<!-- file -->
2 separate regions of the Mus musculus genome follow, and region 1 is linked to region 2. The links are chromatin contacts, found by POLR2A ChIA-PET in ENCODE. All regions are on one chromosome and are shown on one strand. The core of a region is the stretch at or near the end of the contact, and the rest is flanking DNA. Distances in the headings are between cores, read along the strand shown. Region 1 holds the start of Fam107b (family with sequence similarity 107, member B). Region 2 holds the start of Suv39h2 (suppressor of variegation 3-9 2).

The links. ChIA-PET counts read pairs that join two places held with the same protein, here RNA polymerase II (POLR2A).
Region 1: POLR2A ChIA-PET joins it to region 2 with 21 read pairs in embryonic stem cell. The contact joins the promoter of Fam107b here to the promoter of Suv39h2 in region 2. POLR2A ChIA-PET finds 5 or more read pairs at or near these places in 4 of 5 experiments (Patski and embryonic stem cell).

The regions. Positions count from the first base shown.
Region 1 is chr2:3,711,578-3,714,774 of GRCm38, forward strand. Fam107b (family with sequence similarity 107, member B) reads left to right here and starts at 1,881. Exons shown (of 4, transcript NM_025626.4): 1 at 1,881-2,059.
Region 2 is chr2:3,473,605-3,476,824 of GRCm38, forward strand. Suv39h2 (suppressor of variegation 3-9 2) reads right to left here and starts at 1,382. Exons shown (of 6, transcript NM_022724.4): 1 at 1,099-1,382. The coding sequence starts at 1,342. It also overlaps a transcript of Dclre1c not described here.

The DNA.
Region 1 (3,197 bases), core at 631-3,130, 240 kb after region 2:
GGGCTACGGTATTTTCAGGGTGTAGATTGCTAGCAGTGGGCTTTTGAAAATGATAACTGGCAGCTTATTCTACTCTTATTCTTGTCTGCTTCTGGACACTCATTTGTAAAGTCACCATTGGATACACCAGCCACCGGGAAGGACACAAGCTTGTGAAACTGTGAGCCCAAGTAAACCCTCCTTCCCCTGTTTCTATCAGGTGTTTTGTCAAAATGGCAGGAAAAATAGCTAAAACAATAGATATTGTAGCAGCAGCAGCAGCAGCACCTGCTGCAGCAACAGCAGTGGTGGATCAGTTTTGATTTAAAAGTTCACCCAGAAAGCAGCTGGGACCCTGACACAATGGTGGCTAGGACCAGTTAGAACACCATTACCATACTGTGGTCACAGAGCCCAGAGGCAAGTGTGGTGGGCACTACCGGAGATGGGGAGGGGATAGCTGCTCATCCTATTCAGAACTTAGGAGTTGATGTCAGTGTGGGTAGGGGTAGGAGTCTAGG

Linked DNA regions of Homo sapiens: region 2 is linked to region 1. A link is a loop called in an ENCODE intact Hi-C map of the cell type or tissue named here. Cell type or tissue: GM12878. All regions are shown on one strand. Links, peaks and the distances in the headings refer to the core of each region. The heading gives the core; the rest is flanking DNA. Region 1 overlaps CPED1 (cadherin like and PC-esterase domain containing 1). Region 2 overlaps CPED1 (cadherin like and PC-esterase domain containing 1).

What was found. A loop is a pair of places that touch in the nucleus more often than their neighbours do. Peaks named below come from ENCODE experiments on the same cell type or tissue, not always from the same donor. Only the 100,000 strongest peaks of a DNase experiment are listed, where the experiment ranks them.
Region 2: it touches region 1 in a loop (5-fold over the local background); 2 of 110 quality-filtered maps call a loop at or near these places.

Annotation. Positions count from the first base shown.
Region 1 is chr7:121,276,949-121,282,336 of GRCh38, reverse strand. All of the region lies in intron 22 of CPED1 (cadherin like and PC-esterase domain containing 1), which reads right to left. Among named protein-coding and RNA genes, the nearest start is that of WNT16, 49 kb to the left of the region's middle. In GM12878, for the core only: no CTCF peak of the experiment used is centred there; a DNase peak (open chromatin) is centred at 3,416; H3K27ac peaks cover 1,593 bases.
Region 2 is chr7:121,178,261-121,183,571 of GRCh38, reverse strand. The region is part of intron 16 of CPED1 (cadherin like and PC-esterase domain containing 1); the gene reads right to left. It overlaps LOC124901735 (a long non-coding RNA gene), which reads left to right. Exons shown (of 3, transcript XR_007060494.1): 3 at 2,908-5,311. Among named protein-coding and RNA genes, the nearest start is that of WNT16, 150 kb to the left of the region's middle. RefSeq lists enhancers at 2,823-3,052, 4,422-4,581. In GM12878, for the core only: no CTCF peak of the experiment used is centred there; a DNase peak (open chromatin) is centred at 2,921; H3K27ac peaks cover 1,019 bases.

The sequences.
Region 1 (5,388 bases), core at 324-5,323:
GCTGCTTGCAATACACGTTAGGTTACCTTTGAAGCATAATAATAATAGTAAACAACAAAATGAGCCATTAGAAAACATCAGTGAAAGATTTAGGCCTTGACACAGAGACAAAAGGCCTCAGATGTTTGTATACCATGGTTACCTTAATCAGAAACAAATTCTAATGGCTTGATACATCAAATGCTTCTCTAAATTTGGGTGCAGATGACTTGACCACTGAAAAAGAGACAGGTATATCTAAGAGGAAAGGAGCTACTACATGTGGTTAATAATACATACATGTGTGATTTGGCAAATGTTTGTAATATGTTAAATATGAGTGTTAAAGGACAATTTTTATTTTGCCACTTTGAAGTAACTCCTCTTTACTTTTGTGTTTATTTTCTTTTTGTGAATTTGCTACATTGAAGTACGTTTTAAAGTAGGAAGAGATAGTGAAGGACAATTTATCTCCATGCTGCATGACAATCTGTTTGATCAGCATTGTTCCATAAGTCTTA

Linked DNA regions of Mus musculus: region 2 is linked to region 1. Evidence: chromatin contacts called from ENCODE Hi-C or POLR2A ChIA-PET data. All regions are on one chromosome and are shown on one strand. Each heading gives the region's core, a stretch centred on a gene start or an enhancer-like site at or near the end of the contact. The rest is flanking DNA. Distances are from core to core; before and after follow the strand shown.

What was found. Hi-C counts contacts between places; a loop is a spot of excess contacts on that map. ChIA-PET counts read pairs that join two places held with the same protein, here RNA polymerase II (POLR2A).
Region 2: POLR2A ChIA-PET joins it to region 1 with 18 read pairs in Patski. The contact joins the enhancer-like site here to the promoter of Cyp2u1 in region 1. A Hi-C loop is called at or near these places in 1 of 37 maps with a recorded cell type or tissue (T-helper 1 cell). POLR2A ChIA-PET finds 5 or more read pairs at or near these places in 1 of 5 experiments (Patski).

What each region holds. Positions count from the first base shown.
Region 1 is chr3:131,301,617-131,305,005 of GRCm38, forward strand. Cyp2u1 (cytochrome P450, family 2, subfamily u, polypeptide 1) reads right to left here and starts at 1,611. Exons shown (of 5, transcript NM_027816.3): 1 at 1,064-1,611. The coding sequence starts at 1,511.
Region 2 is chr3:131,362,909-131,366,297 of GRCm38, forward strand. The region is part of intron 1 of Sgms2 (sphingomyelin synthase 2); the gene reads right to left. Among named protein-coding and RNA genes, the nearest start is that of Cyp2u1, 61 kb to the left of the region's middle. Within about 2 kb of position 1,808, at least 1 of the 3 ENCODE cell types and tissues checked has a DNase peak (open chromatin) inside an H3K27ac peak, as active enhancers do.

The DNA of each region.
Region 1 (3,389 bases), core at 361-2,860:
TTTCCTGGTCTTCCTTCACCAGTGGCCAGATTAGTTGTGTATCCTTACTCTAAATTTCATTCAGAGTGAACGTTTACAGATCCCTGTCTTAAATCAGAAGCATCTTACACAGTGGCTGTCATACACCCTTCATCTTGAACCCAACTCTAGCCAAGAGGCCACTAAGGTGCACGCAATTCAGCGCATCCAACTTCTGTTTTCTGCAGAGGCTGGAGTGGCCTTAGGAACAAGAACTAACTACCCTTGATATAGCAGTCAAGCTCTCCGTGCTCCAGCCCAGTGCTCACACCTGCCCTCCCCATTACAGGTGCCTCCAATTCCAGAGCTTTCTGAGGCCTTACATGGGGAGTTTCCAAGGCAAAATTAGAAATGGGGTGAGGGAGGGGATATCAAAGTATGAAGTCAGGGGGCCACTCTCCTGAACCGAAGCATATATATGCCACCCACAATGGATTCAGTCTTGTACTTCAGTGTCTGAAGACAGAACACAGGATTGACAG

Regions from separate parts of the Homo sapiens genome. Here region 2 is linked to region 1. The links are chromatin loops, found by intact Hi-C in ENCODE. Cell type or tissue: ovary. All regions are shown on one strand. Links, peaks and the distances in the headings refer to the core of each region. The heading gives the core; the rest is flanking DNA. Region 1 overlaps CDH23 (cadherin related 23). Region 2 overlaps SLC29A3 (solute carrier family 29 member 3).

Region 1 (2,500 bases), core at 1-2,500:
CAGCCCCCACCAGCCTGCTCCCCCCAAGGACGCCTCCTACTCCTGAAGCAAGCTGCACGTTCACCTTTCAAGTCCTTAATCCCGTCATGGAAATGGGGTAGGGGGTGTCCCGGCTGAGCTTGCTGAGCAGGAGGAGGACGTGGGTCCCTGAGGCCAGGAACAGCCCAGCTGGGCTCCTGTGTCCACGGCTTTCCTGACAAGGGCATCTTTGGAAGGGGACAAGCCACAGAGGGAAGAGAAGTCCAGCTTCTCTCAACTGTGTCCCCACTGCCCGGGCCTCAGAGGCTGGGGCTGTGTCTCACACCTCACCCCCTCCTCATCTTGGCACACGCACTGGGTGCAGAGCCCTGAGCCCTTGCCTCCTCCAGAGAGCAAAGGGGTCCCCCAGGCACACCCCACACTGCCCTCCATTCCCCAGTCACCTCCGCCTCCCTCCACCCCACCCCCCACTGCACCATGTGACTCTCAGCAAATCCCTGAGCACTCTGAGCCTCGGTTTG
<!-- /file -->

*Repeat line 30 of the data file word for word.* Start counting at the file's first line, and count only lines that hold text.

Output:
CAGCCCCCACCAGCCTGCTCCCCCCAAGGACGCCTCCTACTCCTGAAGCAAGCTGCACGTTCACCTTTCAAGTCCTTAATCCCGTCATGGAAATGGGGTAGGGGGTGTCCCGGCTGAGCTTGCTGAGCAGGAGGAGGACGTGGGTCCCTGAGGCCAGGAACAGCCCAGCTGGGCTCCTGTGTCCACGGCTTTCCTGACAAGGGCATCTTTGGAAGGGGACAAGCCACAGAGGGAAGAGAAGTCCAGCTTCTCTCAACTGTGTCCCCACTGCCCGGGCCTCAGAGGCTGGGGCTGTGTCTCACACCTCACCCCCTCCTCATCTTGGCACACGCACTGGGTGCAGAGCCCTGAGCCCTTGCCTCCTCCAGAGAGCAAAGGGGTCCCCCAGGCACACCCCACACTGCCCTCCATTCCCCAGTCACCTCCGCCTCCCTCCACCCCACCCCCCACTGCACCATGTGACTCTCAGCAAATCCCTGAGCACTCTGAGCCTCGGTTTG